Saturday, November 20, 2010

These Beading Workshops Let You Learn From Top Crafters Online

Have you ever been to an “art museum quality” craft show where the nation’s top craftspeople sell their work? Last week, I was lucky enough to visit the Philadelphia Museum of Art Craft Show and meet some of the most talented jewelry makers from around the world. What I saw at this show went far beyond what one would find in a boutique. Each one-of-a-kind piece was like a work of art, and was priced accordingly.

When I returned home from this show, I was determined to learn the techniques that would elevate my own beadwork to this level. After searching for “crafts online” and “craft courses”, I found a treasure trove of video instruction on beadwork at

Here are three of the videos I’ve watched so far, each one teaching a different technique in bead art. To see a complete list of classes, check out the Bead Art Classes at

Draped Loop Collar Necklace – This video is by Margie Deeb, author of the Beader’s Color Palette, and it instructs viewers how to make her famous Draped Loop Collar necklace, which uses faceted, checked beads by adding fringe loops to a foundation medallion. Even people like me, who are relatively new to seed bead weaving, will be able to follow Margie’s simple instructions.

Mosaic Chain Cuff – In three different sessions for varying skill levels, Margie Meister shows viewers how to make a unique mosaic-themed bracelet. Inspired by motifs found in mosaics, sculptures and textiles, this bracelet shows how to switch back and forth between brick stitch and peyote stitch while combining components and bezel stones with the beadwork. Instructions and supply lists are included on the video and in PDF form.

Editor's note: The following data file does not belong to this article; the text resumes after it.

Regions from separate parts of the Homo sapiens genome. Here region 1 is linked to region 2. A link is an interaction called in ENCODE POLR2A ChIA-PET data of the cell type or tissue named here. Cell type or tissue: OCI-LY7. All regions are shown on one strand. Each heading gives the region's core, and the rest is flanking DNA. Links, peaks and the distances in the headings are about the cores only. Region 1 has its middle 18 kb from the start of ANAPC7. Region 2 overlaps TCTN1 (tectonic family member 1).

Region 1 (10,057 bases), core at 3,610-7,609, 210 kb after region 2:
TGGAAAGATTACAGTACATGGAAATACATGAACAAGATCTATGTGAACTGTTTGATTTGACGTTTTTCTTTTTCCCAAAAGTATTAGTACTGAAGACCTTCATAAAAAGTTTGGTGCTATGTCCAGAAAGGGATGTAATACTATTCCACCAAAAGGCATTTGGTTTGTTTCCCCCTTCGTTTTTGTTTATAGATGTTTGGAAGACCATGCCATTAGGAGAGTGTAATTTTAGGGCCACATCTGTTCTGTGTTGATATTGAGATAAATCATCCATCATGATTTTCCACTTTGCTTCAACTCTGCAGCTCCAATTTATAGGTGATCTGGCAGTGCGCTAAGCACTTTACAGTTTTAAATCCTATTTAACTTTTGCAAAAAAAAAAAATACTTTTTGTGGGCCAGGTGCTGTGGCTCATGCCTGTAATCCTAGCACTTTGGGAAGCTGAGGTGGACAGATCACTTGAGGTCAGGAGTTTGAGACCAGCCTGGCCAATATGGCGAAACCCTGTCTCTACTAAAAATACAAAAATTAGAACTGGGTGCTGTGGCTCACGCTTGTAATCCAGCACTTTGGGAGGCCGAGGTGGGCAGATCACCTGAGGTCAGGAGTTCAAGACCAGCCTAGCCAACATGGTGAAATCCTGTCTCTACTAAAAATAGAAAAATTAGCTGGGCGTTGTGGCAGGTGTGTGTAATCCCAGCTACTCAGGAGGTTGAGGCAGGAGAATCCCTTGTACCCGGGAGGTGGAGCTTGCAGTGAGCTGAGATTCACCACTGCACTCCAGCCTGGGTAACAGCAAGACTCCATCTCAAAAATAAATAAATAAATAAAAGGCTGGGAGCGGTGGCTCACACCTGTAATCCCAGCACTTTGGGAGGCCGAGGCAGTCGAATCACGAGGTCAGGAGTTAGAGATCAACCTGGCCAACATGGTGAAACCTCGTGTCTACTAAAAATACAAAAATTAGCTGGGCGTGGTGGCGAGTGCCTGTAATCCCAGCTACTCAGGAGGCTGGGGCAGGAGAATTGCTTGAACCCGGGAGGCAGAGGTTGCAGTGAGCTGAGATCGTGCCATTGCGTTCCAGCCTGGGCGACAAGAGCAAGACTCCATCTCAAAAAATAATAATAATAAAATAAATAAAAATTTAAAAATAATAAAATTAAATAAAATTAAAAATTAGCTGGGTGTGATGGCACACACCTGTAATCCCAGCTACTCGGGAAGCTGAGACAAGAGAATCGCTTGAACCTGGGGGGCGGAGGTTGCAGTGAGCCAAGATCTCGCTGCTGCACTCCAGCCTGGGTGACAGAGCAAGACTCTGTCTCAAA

Peyote Buttons – In this well done video, Jean Campbell starts by showing viewers how to make a basic tubular peyote button, and then how to make several unique versions of this using your own designs. The design originates from the Native American peyote cactus plant. This spineless desert cactus is a very powerful symbol throughout many Native American cultures and its six-chambered motif is often seen in tribal artwork.

If you want to learn the skills of America’s top craftspeople online, then start by checking out the Bead Art Classes at

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